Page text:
Twenty years after its first location was opened in São Paulo, with a space designed by the Studio Arthur Casas, Hotel Emiliano sought us out when it came time for them to establish a presence in Rio, having already broken ground with a design by American architect Chad Oppenheim. Our starting point, beyond the structure we inherited, was the aim to create a small-scale hotel that would privilege comfort and a close relationship with guests. All this with a dazzling view stretching from Leme to Fort Copacabana, one of Rio de Janeiro’s picture-perfect panoramas.
We created a skin-like surface for the building, a perforated design typical of Brazilian architecture, which breaks through the continuity of the concrete blocks that dot the buildings along the coast. The fiberglass panels of the facade give rise to various visual configurations. Even when the panels are closed, light and the breeze can still flow through, ensuring guests both privacy and a sea view.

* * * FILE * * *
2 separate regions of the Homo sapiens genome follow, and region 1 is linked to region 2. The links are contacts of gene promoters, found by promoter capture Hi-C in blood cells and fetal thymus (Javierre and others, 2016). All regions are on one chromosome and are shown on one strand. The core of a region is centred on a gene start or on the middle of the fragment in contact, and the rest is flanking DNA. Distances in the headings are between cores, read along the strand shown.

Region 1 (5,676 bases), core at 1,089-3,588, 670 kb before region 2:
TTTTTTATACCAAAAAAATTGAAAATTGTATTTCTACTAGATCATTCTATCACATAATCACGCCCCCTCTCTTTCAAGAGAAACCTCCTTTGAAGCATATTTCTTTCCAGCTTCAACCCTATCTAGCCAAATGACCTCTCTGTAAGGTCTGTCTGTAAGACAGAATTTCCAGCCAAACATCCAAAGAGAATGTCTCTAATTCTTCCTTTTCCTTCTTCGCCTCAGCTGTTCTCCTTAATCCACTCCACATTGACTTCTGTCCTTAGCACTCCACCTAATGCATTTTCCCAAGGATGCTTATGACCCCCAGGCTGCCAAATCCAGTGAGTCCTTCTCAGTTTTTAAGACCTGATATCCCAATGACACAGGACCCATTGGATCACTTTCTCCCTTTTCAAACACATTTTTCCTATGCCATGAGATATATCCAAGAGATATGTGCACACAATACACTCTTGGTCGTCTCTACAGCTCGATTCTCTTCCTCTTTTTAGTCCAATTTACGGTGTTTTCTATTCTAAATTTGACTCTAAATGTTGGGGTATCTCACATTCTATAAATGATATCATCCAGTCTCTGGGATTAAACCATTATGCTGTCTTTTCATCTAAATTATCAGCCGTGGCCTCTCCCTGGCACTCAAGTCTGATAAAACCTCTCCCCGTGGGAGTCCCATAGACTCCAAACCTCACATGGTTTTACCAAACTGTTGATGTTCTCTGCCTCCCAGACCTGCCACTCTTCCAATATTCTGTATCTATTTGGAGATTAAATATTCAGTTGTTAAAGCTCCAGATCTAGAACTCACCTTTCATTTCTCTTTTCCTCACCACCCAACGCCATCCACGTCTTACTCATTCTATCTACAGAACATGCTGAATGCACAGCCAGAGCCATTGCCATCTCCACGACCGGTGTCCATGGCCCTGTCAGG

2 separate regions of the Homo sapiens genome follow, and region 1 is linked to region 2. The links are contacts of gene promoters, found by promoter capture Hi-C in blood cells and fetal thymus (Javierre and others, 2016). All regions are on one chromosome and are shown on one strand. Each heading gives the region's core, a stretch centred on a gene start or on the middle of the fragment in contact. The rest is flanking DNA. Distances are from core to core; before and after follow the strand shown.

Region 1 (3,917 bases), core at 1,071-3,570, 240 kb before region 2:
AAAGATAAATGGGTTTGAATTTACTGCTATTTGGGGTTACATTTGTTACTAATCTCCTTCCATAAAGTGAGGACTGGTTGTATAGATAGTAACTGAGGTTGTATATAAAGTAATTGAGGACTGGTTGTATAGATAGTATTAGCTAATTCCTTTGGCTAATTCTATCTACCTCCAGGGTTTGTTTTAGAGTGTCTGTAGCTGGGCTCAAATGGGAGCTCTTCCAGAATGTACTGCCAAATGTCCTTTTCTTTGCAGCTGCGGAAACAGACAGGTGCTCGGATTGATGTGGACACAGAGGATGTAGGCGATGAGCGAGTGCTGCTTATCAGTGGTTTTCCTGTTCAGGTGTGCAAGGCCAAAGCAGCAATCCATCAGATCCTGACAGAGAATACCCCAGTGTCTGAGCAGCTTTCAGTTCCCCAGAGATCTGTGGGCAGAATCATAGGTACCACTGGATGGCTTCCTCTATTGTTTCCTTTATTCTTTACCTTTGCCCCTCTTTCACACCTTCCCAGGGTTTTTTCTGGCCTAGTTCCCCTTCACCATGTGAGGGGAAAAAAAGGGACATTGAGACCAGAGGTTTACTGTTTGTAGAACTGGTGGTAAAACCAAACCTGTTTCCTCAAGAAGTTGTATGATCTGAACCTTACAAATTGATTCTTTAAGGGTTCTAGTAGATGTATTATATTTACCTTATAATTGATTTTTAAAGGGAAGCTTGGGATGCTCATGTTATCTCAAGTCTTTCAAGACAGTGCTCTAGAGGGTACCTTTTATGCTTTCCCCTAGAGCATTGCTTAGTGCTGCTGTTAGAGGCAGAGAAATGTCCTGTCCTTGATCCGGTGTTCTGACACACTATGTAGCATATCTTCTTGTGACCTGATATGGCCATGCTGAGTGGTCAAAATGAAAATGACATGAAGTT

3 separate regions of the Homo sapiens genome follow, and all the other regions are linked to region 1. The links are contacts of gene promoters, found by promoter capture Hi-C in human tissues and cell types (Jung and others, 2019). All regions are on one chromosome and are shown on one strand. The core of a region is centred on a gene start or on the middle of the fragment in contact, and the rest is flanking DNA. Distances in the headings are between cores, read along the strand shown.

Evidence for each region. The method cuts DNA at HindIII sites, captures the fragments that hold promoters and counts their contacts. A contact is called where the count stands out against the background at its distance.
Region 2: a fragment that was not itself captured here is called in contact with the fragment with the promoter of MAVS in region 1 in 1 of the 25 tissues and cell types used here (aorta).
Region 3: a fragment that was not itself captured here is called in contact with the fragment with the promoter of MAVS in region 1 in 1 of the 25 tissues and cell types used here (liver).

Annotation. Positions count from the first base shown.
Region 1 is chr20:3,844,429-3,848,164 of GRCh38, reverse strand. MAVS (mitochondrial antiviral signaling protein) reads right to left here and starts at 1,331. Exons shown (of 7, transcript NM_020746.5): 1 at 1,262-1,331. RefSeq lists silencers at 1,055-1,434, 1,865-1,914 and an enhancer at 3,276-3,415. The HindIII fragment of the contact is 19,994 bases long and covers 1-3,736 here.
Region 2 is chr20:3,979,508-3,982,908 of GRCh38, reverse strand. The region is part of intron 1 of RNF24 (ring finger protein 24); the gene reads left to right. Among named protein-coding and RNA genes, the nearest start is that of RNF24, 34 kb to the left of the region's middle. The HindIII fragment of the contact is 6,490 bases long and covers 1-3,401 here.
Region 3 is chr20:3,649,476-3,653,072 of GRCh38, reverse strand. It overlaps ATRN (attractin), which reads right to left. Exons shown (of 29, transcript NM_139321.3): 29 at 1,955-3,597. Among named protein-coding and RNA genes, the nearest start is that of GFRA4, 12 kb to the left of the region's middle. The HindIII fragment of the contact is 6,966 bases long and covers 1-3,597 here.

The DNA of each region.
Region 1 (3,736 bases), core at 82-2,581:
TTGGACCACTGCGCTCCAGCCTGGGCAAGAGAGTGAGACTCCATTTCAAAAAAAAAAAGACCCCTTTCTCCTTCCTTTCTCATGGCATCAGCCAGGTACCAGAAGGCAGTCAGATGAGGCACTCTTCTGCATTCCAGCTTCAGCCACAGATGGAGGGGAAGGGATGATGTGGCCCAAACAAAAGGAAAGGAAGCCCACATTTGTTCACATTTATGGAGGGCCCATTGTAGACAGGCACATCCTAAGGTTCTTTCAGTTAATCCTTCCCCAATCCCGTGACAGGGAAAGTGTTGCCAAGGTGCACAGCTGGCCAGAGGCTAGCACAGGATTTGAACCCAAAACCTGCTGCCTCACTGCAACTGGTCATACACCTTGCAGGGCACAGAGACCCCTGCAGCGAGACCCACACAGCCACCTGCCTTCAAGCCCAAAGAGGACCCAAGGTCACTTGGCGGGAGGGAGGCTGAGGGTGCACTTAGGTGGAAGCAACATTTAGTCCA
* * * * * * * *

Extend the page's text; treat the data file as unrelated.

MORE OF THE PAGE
The interiors nod to Brazilian modernism, inspired by the artwork by landscape architect and artist Roberto Burle Marx on display in the hotel lobby. The fabric and textures used for the furniture in the reception area and in the rooms draw on the hues of green in the piece, while the decor includes pieces by major names in Brazilian design of the ‘50s, such as Rio native Sergio Rodrigues, as well as by contemporary designers, such as Italy native Paola Lenti. The surfaces are also marked by the lighter tones of 100% Brazilian materials, including cane, wood, white Paraná marble, granite, and stone.